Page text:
Tuesday, April 25, 2017

Kids' Lit

So, this month I saw The Lightning Thief: The Percy Jackson Musical  off-Broadway at the Lucille Lortel and Charlie and the Chocolate Factory on Broadway.

For both shows, I had front row seats.  This was much more fun for The Lightning Thief, where the first few rows get doused with giant pieces of glitter and streams of "water" symbolized by (happily clean and dry) toilet paper.   By contrast, at the Willy Wonka show, a front center seat merely meant that occasionally the tilt of the stage prevented me from seeing everything clearly.

Percy Jackson was an unmitigated delight. The teenage angst element could easily have been overdone, but they kept it in check.  It worked.   I loved Sally's song "Strong" - she belted it out and moved me to tears.  Creative use of barebones scenery and props gave the show a scrappy energy suitable to the subject matter, and the actors and actresses were likewise versatile in their multiple roles.  I especially loved the actor playing Chiron, who used relatively subtle shifts in posture and musculature to give the right sense of horsiness to his centaur without a full-fledged costume.  (The puppeteers in War Horse at Lincoln Center did something similar too, to good effect - although that required coordination among multiple performers.)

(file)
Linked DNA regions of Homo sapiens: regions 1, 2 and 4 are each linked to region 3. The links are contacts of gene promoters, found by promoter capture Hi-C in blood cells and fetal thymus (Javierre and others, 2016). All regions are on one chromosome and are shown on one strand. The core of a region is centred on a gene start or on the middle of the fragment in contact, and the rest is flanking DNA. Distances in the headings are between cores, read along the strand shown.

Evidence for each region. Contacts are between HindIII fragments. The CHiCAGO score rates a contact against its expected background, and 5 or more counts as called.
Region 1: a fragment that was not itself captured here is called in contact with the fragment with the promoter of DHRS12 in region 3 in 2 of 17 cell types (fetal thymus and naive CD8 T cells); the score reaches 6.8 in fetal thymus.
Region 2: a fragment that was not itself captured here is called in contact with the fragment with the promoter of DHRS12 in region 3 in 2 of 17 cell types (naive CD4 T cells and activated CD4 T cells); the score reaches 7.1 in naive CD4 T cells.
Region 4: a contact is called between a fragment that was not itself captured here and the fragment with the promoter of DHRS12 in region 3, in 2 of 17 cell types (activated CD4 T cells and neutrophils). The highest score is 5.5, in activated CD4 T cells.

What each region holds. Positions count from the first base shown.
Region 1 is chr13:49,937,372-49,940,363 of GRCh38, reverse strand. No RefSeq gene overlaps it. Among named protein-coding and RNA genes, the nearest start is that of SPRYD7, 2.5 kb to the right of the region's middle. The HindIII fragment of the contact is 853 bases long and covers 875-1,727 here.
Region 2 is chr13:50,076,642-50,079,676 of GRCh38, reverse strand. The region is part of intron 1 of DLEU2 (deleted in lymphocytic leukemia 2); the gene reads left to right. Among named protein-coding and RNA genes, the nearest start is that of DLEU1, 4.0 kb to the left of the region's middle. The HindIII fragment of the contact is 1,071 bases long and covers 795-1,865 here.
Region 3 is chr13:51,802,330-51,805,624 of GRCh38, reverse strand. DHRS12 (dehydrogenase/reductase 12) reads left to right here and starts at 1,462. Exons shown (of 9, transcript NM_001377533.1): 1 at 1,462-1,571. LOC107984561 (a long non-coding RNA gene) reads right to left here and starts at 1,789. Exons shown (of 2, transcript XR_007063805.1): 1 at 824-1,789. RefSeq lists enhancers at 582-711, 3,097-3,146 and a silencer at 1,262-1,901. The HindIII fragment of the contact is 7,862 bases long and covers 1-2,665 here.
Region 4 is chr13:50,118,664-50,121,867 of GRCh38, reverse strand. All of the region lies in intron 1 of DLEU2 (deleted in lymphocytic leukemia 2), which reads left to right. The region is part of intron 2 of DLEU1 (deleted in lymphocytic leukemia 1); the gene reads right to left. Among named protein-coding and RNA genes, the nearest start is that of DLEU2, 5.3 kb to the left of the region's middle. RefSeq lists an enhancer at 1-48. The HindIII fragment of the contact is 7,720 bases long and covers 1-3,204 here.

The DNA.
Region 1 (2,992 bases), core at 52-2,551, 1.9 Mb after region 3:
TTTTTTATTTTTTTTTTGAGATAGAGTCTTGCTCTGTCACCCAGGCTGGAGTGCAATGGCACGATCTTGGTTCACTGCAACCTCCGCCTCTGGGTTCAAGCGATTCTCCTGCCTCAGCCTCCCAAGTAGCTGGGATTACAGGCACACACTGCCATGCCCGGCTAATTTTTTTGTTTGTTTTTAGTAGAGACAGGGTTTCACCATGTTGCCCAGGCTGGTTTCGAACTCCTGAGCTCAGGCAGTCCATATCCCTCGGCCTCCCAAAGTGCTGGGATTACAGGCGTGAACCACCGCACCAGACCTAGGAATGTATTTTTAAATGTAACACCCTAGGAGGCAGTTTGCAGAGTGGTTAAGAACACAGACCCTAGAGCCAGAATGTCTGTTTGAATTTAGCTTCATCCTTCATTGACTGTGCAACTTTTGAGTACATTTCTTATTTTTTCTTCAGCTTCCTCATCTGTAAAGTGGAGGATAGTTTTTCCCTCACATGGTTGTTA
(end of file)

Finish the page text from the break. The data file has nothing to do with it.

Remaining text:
As for Willy Wonka, my feelings are more mixed.  The boy playing Charlie Bucket was quite winsome, and I really liked the early scenes establishing his home life and poverty as well as Mr. Wonka's apparent heartlessness.  Other than Augustus Gloop, the Golden Ticket winners were nicely updated, I thought, and many of their trials were well realized.  The squirrels (BAD Nut!) were great, and the Oompah-Loompahs were performed hilariously with puppets. So much of it worked, that it was actually a little surprising to find it a bit flat at the end.  Perhaps I just didn't buy the sudden familial warmth between Wonka and Charlie, or maybe it seemed creepy to have such warmth suddenly switched on, highlighted and foregrounded while Charlie's well-established loving family is nowhere to be seen.  (Yes, Wonka says they've been settled in the factory.  But we don't see them.  They don't share in this moment; they're not there to share Charlie's triumph or to protect him from this grown man who has granted all the boy's wishes in one fell swoop.)

No comments: